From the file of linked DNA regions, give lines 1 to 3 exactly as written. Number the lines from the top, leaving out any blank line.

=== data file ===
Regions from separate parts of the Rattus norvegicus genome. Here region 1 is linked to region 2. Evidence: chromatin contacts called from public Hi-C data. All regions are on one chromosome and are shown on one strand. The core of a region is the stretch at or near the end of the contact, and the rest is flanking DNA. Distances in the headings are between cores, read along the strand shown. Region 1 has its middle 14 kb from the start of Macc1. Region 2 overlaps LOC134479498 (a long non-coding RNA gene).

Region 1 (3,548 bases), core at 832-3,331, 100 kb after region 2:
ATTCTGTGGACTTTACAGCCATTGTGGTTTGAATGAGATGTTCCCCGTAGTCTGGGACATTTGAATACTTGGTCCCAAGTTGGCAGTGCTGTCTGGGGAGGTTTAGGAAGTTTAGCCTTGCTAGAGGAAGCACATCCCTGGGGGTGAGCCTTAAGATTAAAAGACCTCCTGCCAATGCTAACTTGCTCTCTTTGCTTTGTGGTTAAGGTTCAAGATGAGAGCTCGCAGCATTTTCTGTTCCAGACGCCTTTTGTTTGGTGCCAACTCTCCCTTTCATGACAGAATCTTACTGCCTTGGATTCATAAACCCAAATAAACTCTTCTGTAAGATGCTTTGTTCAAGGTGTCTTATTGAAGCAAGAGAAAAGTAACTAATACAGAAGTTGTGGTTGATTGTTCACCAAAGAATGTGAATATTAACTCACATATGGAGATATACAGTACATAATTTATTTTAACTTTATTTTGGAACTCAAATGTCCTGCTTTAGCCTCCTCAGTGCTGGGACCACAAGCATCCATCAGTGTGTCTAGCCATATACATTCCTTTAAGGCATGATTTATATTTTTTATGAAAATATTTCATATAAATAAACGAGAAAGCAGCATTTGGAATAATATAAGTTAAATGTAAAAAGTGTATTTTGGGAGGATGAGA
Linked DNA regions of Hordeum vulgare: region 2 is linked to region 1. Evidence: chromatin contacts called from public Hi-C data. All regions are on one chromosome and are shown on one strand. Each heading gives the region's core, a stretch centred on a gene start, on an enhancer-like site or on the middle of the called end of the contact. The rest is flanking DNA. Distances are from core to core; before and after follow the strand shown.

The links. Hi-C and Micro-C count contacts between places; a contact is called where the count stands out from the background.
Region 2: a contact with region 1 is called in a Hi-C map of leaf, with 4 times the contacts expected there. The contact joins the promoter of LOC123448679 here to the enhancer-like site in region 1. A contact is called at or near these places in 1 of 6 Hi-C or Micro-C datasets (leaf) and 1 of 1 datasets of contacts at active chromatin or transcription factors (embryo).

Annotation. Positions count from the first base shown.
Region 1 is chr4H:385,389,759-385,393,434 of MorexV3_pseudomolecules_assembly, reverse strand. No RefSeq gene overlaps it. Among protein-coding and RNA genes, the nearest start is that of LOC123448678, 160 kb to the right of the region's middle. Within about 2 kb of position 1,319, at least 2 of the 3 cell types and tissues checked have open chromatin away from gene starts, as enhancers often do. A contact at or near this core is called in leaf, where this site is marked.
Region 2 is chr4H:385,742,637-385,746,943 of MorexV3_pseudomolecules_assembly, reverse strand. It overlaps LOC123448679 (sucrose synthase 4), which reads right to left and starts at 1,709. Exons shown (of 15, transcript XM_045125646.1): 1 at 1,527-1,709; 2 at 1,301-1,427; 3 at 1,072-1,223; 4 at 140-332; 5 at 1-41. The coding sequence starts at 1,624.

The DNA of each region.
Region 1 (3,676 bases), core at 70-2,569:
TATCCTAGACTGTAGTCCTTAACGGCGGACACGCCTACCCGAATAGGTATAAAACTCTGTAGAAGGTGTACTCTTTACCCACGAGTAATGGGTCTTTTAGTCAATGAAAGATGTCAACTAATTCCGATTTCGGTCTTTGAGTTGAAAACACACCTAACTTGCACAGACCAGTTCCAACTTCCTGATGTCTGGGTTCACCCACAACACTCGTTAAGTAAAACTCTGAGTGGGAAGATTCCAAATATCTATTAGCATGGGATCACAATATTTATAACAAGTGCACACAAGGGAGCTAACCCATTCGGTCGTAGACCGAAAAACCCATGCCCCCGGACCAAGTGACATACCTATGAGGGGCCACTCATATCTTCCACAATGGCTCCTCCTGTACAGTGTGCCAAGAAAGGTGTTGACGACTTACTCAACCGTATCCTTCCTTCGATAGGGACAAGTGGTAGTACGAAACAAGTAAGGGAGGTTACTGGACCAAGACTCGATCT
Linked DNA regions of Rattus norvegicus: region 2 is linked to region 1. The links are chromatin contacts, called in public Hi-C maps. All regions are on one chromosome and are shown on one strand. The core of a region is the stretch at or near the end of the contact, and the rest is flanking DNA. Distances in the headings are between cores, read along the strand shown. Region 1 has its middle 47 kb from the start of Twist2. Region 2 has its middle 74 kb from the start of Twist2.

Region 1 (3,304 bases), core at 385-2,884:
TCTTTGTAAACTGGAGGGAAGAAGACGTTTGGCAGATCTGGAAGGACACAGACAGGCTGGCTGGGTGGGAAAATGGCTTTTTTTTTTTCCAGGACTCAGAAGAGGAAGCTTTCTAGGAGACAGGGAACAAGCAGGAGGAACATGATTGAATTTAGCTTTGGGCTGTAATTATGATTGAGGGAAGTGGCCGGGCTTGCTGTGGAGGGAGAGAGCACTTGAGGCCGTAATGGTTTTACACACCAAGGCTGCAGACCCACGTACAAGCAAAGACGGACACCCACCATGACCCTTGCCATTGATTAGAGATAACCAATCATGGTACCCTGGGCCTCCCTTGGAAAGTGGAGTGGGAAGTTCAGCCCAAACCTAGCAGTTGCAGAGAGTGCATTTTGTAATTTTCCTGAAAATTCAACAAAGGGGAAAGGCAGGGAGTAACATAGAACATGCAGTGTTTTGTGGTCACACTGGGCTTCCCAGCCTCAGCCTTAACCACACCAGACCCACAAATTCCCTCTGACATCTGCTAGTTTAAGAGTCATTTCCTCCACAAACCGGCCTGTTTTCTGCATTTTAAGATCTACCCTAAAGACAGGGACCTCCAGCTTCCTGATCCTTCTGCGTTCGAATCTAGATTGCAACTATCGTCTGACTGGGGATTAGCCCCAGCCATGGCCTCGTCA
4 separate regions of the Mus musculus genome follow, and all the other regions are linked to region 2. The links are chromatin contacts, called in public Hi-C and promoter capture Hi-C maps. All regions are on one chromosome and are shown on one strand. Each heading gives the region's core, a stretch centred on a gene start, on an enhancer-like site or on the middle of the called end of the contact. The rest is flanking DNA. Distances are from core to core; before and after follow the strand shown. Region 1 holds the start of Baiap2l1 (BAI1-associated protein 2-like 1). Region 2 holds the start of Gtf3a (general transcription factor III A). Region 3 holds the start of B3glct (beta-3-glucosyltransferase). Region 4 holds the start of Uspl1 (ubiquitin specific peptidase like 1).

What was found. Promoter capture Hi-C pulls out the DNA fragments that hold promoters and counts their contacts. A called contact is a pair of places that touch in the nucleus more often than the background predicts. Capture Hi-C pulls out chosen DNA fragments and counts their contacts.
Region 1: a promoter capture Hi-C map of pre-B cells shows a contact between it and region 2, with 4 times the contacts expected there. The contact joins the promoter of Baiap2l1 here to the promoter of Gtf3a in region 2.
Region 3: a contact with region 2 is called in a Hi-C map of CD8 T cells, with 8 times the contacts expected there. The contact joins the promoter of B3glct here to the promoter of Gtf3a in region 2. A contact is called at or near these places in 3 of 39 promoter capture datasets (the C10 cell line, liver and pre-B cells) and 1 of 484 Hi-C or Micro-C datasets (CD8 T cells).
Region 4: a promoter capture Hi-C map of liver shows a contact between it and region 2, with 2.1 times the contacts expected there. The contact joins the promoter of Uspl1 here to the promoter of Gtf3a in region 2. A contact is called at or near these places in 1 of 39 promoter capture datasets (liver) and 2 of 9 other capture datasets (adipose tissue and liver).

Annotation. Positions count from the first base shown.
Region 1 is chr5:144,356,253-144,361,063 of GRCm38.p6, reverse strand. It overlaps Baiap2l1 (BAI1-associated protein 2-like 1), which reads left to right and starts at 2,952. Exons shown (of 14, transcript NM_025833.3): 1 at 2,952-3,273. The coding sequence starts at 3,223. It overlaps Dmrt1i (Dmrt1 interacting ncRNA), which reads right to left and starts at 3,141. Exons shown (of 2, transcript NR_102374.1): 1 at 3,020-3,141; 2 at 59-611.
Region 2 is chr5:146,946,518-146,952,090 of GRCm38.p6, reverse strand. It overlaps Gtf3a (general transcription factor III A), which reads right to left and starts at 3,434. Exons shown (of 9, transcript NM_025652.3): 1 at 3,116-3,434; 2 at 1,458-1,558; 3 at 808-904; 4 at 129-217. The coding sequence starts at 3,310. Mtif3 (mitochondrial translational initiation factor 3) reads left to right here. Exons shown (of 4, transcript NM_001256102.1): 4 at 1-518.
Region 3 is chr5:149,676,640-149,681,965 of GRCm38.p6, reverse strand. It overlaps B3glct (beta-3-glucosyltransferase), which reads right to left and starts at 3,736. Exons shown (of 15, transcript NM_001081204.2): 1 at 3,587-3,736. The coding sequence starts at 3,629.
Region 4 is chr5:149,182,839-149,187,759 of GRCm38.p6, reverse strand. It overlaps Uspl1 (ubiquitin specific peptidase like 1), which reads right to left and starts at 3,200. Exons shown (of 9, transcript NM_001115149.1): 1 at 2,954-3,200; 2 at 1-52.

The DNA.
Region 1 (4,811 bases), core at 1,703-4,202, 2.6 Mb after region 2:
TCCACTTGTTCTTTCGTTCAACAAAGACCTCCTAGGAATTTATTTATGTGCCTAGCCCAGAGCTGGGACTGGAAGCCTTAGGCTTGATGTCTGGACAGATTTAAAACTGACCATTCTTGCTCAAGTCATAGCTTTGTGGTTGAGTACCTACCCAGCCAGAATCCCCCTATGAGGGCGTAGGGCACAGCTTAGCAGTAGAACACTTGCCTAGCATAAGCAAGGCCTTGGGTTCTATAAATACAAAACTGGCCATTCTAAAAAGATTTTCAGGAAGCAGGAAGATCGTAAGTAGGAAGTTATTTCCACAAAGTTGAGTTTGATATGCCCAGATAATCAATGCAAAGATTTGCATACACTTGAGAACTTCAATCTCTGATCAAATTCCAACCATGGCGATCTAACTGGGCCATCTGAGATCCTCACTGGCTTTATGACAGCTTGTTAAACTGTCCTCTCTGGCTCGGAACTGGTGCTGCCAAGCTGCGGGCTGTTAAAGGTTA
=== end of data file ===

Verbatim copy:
Regions from separate parts of the Rattus norvegicus genome. Here region 1 is linked to region 2. Evidence: chromatin contacts called from public Hi-C data. All regions are on one chromosome and are shown on one strand. The core of a region is the stretch at or near the end of the contact, and the rest is flanking DNA. Distances in the headings are between cores, read along the strand shown. Region 1 has its middle 14 kb from the start of Macc1. Region 2 overlaps LOC134479498 (a long non-coding RNA gene).

Region 1 (3,548 bases), core at 832-3,331, 100 kb after region 2:
ATTCTGTGGACTTTACAGCCATTGTGGTTTGAATGAGATGTTCCCCGTAGTCTGGGACATTTGAATACTTGGTCCCAAGTTGGCAGTGCTGTCTGGGGAGGTTTAGGAAGTTTAGCCTTGCTAGAGGAAGCACATCCCTGGGGGTGAGCCTTAAGATTAAAAGACCTCCTGCCAATGCTAACTTGCTCTCTTTGCTTTGTGGTTAAGGTTCAAGATGAGAGCTCGCAGCATTTTCTGTTCCAGACGCCTTTTGTTTGGTGCCAACTCTCCCTTTCATGACAGAATCTTACTGCCTTGGATTCATAAACCCAAATAAACTCTTCTGTAAGATGCTTTGTTCAAGGTGTCTTATTGAAGCAAGAGAAAAGTAACTAATACAGAAGTTGTGGTTGATTGTTCACCAAAGAATGTGAATATTAACTCACATATGGAGATATACAGTACATAATTTATTTTAACTTTATTTTGGAACTCAAATGTCCTGCTTTAGCCTCCTCAGTGCTGGGACCACAAGCATCCATCAGTGTGTCTAGCCATATACATTCCTTTAAGGCATGATTTATATTTTTTATGAAAATATTTCATATAAATAAACGAGAAAGCAGCATTTGGAATAATATAAGTTAAATGTAAAAAGTGTATTTTGGGAGGATGAGA